To build such an image through logo design requires the use of all of the tools a graphic artist has in his armory: fonts, color, placement, size, pictures and design motifs. Logo designers know that some images require a sense of movement in the logo design; some need the strength of heavy block lettering; logos for products for infants, for example, would be best served with soft pastels and lines that are rhythmic and flowing rather than having sharp angles.

Any entrepreneur seeking a logo for his company or product should first choose the elements he or she wants to present as a communicator of the corporate image.

Knowing the relative weight of each factor, a logo designer can then create a logo that catches the public eye and imagination, sends a subliminal message about your company’s image and indelibly imprints the logo in the consumer’s memory.

There are four options for actually getting the design work done. From a freelancer, an ad agency, from an online logo design specialist like LogoWorks, or by doing it yourself. All have benefits and drawbacks, but for most small businesses hiring a freelancer or using an on-line company are the most effective and affordable methods.


How to Get the Logo You Want

Your logo is more than just an important part of your marketing materials. It is the face of your business. Your logo gives clients and prospects a visual reference to pair with your business name, which increases the memorability of your brand.

When a client comes to me asking for a logo, I often get the same few comments when beginning the project: "I know what I want, but I don't know how to explain it." "I know what my logo looks like, but I'm not an artist. I can't draw it. So I want you to keep drawing until you get it right." Or even more vague, "I'll know my logo when I see it."

Many of these statements come from clients who have worked with other designers and haven't been walked through a successful design process. They seem to depend on my mind-reading capabilities, which, admittedly, aren't the sharpest. I'm a logo designer, not a clairvoyant! There are, however, logical ways to approach the design process to make sure you end up with a logo that's truly and uniquely yours.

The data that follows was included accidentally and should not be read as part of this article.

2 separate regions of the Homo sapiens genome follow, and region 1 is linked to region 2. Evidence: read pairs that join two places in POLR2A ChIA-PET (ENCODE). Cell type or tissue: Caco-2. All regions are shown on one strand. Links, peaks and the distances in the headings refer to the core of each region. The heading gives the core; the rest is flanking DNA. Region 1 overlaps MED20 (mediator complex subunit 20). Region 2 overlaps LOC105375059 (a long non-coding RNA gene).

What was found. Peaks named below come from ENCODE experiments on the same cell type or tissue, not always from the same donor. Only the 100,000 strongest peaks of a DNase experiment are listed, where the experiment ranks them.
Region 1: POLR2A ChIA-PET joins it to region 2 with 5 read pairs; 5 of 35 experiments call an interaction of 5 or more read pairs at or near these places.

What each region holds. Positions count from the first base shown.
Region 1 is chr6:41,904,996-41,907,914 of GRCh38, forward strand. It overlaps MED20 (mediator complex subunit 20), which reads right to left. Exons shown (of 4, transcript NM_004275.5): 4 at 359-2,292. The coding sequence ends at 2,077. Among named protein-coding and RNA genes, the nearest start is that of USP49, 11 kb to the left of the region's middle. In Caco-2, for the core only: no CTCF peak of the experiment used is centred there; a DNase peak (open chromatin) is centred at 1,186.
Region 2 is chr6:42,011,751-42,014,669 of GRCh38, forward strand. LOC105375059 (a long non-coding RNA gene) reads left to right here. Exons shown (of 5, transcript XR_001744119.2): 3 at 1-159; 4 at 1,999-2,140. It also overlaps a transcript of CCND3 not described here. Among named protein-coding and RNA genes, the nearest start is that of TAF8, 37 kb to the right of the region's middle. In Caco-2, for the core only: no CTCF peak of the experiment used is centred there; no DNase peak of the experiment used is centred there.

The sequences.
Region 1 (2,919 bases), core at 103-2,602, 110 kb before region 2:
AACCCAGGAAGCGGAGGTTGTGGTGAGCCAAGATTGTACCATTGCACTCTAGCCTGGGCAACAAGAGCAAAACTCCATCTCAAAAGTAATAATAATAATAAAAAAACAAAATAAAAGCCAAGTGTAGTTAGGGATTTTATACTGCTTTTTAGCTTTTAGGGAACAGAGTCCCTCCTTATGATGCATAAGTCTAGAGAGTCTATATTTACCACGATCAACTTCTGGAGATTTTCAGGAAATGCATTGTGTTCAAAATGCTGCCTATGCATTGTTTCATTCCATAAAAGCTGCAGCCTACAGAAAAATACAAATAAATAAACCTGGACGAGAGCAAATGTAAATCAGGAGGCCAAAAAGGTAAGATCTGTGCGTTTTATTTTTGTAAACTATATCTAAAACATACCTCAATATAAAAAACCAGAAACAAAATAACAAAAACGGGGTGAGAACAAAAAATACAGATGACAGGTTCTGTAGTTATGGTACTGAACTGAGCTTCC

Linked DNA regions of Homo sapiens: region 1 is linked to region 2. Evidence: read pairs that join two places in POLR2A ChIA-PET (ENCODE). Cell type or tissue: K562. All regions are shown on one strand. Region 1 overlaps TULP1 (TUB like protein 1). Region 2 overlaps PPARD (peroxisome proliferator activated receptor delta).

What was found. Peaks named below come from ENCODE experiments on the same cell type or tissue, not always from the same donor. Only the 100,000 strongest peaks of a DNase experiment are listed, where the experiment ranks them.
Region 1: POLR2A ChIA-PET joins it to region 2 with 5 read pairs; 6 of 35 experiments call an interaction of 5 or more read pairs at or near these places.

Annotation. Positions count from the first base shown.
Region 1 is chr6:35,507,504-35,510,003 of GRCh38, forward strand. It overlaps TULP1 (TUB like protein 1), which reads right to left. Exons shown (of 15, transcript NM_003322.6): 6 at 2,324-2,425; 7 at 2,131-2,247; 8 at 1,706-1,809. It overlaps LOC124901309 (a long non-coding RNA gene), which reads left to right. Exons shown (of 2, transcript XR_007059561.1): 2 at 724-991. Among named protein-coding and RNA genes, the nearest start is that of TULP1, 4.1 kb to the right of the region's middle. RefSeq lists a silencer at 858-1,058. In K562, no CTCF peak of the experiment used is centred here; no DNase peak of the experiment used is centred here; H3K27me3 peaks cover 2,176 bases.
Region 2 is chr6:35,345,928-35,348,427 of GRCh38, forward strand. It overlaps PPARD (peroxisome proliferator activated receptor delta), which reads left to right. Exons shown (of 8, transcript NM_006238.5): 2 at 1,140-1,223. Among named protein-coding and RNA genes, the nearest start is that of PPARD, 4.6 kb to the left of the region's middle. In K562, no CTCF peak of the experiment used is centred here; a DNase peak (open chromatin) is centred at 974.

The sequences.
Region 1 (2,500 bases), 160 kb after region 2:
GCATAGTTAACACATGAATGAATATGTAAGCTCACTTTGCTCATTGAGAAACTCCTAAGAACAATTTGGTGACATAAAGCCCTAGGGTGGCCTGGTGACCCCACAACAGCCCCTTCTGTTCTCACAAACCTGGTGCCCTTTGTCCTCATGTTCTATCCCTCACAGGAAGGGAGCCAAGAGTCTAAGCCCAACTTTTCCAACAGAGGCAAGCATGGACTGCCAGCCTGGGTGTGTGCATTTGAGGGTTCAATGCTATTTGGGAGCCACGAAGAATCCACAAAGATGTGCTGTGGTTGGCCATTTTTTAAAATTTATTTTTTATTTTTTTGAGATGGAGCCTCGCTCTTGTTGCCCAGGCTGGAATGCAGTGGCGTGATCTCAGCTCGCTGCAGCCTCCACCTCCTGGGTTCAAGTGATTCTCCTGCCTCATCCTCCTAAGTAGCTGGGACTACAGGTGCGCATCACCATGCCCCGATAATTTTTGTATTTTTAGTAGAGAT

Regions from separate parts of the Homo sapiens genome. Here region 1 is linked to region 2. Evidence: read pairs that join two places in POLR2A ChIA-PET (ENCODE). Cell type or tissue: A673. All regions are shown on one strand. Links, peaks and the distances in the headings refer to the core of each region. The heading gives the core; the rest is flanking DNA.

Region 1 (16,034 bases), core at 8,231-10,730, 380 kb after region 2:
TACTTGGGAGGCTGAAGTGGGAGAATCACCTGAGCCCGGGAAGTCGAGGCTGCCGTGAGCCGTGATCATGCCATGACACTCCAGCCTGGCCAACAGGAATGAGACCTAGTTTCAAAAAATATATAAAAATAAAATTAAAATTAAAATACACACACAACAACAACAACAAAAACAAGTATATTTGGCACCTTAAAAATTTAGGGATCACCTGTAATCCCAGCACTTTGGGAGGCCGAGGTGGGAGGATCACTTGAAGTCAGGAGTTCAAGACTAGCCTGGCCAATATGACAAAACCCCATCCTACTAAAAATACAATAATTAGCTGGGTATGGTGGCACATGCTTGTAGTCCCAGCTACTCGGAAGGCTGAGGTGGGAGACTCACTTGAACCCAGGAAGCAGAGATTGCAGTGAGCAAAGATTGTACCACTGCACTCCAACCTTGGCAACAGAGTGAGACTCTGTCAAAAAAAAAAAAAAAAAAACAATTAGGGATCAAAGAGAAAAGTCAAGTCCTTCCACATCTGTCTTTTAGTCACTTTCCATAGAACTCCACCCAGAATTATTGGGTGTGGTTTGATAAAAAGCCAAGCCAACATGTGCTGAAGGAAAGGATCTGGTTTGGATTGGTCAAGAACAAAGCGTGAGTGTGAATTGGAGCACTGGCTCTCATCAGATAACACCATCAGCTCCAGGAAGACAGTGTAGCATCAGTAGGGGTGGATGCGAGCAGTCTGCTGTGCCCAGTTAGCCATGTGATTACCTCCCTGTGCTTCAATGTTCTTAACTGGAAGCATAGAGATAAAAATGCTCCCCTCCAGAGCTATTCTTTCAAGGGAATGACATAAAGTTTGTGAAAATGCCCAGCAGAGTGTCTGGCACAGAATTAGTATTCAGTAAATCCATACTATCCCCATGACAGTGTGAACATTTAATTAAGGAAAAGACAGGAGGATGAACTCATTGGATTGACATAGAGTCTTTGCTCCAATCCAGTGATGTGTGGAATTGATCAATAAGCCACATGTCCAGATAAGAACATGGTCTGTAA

Are you having a hard time getting the logo you want?

If you're working with a designer and looking for "just the right" logo but getting sketches that cause nothing but frustration, don't despair. I've worked with many clients on difficult projects and come reasonably close to reading their minds without having ESP. Here are some tips to help you get your logo done right:

1. Make sure you're working with a designer who can work in a style you like. Check out their portfolio and make sure they've done work that inspires you. If you're having trouble getting good results from your designer, reconfirm that they have done the work in their portfolio—that those samples weren't done by subcontractors or employees in their firm.

Also, let them know which specific samples you like. A designer will probably have several different styles and approaches in their portfolio, so zeroing in on the logos you like—plus detailing what you like about each one—can help get your project started out on the right foot.

2. Gather other examples of logos you like. This way, your designer will be able to get a sense of your taste, instead of having to guess at your preferences. Example logos don't have to come from your competitors or your industry. They are to help your designer gauge your level of visual taste. Choose logos that visually appeal to you regardless of the company or product.

It's important that you send your designer logos, not photos or paintings. Photos and paintings are graphically very different from a logo, and they don't often translate well from one medium to another. And if there is one particular element of a logo that you love specifically—the font, color palette, or something about the icon—then tell your designer what it is.